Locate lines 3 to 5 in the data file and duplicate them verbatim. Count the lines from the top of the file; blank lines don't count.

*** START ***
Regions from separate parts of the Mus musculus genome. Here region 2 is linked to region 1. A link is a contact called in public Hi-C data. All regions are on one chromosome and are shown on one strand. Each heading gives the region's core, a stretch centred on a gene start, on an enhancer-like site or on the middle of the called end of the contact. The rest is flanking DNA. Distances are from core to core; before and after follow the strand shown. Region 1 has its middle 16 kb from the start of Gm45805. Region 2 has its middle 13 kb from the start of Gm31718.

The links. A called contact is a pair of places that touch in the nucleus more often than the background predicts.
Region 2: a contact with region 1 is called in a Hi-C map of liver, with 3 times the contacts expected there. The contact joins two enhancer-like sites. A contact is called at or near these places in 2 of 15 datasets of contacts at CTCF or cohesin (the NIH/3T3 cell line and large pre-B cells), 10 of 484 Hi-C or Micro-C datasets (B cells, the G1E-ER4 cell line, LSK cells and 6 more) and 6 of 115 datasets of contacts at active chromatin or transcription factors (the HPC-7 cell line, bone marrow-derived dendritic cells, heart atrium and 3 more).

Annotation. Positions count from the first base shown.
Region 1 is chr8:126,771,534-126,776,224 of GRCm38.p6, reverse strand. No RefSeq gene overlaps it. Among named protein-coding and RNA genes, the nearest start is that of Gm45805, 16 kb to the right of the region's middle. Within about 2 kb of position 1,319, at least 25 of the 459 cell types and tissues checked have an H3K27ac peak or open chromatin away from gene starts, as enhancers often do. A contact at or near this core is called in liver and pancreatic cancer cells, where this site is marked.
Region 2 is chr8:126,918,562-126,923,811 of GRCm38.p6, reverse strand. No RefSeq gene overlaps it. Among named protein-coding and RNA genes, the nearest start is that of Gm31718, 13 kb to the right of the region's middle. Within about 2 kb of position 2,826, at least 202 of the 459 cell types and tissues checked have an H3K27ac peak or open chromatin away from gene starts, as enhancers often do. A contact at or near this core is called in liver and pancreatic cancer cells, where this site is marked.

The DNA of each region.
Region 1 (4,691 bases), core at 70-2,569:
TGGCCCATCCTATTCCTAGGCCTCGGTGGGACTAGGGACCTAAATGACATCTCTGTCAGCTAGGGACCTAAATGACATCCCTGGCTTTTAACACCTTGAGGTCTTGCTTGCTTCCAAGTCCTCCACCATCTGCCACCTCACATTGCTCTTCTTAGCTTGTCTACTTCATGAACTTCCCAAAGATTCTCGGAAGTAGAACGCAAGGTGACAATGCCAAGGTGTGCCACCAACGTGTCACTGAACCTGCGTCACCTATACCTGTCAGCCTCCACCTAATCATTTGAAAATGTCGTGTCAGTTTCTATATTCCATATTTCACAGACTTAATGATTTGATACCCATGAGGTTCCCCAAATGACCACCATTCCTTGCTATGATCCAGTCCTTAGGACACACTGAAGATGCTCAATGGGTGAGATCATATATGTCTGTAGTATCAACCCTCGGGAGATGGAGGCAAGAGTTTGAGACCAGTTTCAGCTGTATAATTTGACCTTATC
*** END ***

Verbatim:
Region 2: a contact with region 1 is called in a Hi-C map of liver, with 3 times the contacts expected there. The contact joins two enhancer-like sites. A contact is called at or near these places in 2 of 15 datasets of contacts at CTCF or cohesin (the NIH/3T3 cell line and large pre-B cells), 10 of 484 Hi-C or Micro-C datasets (B cells, the G1E-ER4 cell line, LSK cells and 6 more) and 6 of 115 datasets of contacts at active chromatin or transcription factors (the HPC-7 cell line, bone marrow-derived dendritic cells, heart atrium and 3 more).

Annotation. Positions count from the first base shown.
Region 1 is chr8:126,771,534-126,776,224 of GRCm38.p6, reverse strand. No RefSeq gene overlaps it. Among named protein-coding and RNA genes, the nearest start is that of Gm45805, 16 kb to the right of the region's middle. Within about 2 kb of position 1,319, at least 25 of the 459 cell types and tissues checked have an H3K27ac peak or open chromatin away from gene starts, as enhancers often do. A contact at or near this core is called in liver and pancreatic cancer cells, where this site is marked.